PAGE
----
On September 16, 1964, Senator Strom Thurmond announced to a statewide television audience that he had switched parties from the Democrats to the Republicans, saying the Democratic "party of our fathers is dead."[12] He said it had "forsaken the people to become the party of minority groups, power-hungry union leaders, political bosses, and businessmen looking for government contracts and favors".[13] The Voting Rights Act of 1965 was passed the following year, restoring the ability of minorities to vote through federal oversight of registration and electoral processes.

In 1974, James B. Edwards became the first Republican to be elected the Governor of South Carolina since Reconstruction. Since the late 20th century, South Carolina's voters have increasingly supported Republican candidates for local, state and national offices.

In 2010, Republican Mick Mulvaney was elected as the representative of South Carolina's 5th congressional district, the first Republican to represent that district since Robert Smalls, the party's co-founder, last held the seat in 1883. The election of Mulvaney was the first break in 100+ years of Democratic control in the State Legislature.[14] Also in 2010, Republican Nikki Haley was elected the first female Governor of South Carolina and the second Indian-American, after fellow Republican Bobby Jindal, to serve as a governor in the United States.

South Carolina's January 21, 2012 Republican Presidential Preference Primary was the party's then-largest ever, drawing more than 600,000 voters. Newt Gingrich won the race with 40.4% of the vote. The highly contested election set multiple state records for a presidential primary cycle; candidates held five presidential debates and spent $13.2 million in television ads.[15] Governor Haley, mentioned above, appointed Republic Tim Scott to the U.S. Senate. Scott is the first African-American senator from South Carolina and the first from the South since 1881.[16]

The state's February 20, 2016 Republican Presidential Preference Primary saw a new turnout record of over 740,000 voters. Donald Trump won the primary with 32.5% of the vote.

As President Donald Trump faced no significant primary opposition, the SCGOP cancelled the 2020 Republican Presidential Preference Primary.[17]

Current elected officials

The South Carolina Republican Party controls all nine of the nine statewide offices and holds large majorities in the South Carolina Senate and the South Carolina House of Representatives. Republicans also hold both of the state's U.S. Senate seats and six of the state's seven U.S. House of Representatives seats.

In 2012, Republican Tom Rice became the representative of South Carolina's 7th congressional district, newly re-established because of population gains. He is the first person to represent that district since it was eliminated in 1933.

In a 2013 special election, former Republican Governor Mark Sanford was elected as the representative of South Carolina's 1st congressional district, returning to the seat he previously held from 1995 to 2001.

Members of Congress

U.S. Senate

U.S. House of Representatives

District Member Photo
1st Nancy Mace
Nancy Mace (cropped).jpg
2nd Joe Wilson
Joe Wilson official congressional photo (cropped).jpg
3rd Jeff Duncan
Jeff Duncan, Official Portrait, 112th Congress (cropped).jpg
4th William Timmons
William Timmons, official portrait, 116th Congress (cropped).jpg
5th Ralph Norman
Ralph Norman official photo cropped.jpg
7th Tom Rice
Tom Rice, Official Portrait, 113th Congress - full (cropped).jpg

Important past elected officials

See also

References

  1. ^ Axelrod, Tal (30 January 2021). "South Carolina GOP votes to censure Rep. Rice over impeachment vote". TheHill. Retrieved January 30, 2021.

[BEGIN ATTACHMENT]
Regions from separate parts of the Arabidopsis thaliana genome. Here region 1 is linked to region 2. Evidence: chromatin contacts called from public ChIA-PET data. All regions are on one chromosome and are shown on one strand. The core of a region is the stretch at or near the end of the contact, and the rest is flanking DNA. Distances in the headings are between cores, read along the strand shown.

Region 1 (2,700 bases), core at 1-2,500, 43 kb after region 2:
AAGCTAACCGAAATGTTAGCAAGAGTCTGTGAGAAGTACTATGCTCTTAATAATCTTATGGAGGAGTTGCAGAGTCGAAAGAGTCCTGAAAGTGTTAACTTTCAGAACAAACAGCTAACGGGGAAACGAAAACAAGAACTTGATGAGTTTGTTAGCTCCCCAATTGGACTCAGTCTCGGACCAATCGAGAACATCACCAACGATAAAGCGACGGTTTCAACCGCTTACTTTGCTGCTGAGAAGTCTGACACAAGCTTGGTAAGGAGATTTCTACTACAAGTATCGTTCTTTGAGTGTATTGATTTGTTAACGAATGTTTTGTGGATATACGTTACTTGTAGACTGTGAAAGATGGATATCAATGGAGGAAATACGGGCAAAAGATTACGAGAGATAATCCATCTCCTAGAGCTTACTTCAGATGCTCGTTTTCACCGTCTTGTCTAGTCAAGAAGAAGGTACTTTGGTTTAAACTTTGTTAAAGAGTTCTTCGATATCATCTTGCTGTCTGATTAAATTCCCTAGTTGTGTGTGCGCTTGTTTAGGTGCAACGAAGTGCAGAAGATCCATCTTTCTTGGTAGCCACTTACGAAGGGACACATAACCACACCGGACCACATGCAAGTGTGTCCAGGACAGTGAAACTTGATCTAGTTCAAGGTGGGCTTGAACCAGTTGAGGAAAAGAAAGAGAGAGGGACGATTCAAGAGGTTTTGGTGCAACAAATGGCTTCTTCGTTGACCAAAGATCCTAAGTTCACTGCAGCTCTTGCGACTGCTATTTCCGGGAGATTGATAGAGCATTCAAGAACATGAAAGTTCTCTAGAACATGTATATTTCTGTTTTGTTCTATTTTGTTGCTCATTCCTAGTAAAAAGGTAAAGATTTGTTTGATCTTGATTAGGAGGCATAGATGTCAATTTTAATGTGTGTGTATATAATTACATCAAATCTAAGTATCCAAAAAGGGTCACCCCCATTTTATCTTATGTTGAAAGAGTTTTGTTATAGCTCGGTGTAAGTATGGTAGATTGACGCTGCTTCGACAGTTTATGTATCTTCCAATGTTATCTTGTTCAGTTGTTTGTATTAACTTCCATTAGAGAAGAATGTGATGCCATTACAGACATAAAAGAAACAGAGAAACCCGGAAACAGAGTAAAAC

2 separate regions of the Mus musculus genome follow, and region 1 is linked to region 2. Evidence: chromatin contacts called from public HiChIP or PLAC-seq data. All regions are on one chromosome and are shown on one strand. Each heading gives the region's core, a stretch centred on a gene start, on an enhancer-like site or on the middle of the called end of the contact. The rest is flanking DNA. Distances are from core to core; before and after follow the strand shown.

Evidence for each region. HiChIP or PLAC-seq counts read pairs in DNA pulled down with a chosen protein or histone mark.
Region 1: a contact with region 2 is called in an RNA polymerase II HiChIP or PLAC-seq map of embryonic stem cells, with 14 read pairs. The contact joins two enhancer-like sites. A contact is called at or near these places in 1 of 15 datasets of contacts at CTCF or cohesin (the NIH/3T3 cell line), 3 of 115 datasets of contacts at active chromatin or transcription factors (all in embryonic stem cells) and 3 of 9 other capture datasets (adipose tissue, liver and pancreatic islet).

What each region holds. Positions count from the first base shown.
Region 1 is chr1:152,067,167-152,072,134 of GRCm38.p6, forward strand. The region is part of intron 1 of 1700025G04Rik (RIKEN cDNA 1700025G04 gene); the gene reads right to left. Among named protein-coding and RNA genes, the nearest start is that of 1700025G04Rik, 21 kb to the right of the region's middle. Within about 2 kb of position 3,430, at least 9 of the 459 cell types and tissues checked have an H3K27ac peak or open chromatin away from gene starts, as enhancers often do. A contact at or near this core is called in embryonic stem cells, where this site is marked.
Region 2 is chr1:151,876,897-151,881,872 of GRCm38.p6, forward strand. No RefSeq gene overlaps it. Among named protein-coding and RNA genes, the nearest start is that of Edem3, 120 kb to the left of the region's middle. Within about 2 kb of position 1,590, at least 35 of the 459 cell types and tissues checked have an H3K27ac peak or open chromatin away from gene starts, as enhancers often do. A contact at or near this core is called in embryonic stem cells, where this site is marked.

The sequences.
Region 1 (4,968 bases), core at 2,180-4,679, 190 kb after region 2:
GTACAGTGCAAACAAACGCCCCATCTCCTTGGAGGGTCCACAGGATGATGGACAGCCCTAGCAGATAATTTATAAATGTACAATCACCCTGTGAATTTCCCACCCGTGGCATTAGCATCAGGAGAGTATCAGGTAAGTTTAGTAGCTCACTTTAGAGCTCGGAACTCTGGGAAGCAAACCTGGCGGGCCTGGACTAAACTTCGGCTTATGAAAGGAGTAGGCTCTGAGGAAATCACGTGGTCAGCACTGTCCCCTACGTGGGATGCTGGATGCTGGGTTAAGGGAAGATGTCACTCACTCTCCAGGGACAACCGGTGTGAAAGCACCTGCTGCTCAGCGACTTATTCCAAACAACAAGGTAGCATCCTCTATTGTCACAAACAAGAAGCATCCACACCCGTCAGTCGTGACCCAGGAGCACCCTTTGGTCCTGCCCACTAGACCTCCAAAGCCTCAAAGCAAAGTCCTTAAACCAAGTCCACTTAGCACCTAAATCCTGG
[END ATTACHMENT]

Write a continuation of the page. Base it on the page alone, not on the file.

2. ^ South Carolina. (2011). Columbia Electronic Encyclopedia, 6th Edition, 1.
  3. ^ https://www.scgop.com/about/staff
  4. ^ https://www.scgop.com/about/state-officers
  5. ^ Jr, Henry Louis Gates; Higginbotham, Evelyn Brooks (29 April 2004). African American Lives. ISBN 978-0-19-988286-1.
  6. ^ "Mackey, Edmund William McGregor".
  7. ^ "MILLER, Thomas Ezekiel | US House of Representatives: History, Art & Archives".
  8. ^ Tindall, George Brown (2003). South Carolina Negroes, 1877-1900. ISBN 9781570034947.
  9. ^ "The Origins of the Republican Party." Ushistory.org. Web. <http://www.ushistory.org/gop/origins.htm>.
  10. ^ "Constitution of 1895 stripped blacks, poor whites of vote, still rules SC 120 years later". thestate. Retrieved 2018-05-16.
  11. ^ "South Carolina State Library - A Brief History of South Carolina." South Carolina State Library - Home. Web. <"South Carolina State Library - A Brief History of South Carolina". Archived from the original on 2012-01-02. Retrieved 2011-12-15.>
  12. ^ Holden, Charles J. (2002). In the Great Maelstrom: Conservatives in Post-Civil War South Carolina. University of South Carolina Press. p. 114. ISBN 1-57003-476-1. Retrieved 2011-05-06.
  13. ^ Cohodas, Nadine (1995). Strom Thurmond and the Politics of Southern Change. Mercer University Press. p. 359. ISBN 0-86554-446-8. Retrieved 2011-05-06.
  14. ^ "The SCGOP - The S.C. Republican Party". www.sc.gop. 21 October 2009. Retrieved 2018-05-25.
  15. ^ "TV ads didn't pay off in S.C." The State. Retrieved 2012-01-24. GOP presidential candidates combined to spend $13.2 million on TV ads leading up to the South Carolina Republican primary.
  16. ^ "The SCGOP - The S.C. Republican Party". www.sc.gop. 21 October 2009. Retrieved 2018-05-25.
  17. ^ "The State Newspaper (SC)".((cite web)): CS1 maint: url-status (link)
  18. ^ "U.S. Senate: Strom Thurmond: A Featured Biography". www.senate.gov. Retrieved 2018-05-25.
  19. ^ Brisendine, J. (2011). Strom Thurmond. Our States: South Carolina, p. 1.
  20. ^ "Yearning to Breathe Free". University of South Carolina Press. Retrieved 2011-05-06. A founder of the South Carolina Republican Party, Smalls was elected to the state house of representatives, the state senate, and five times to the United States Congress.
  21. ^ "Robert Smalls Biography - Facts, Birthday, Life Story - Biography.com." Famous Biographies & TV Shows - Biography.com. Web. <http://www.biography.com/people/robert-smalls-9486288>.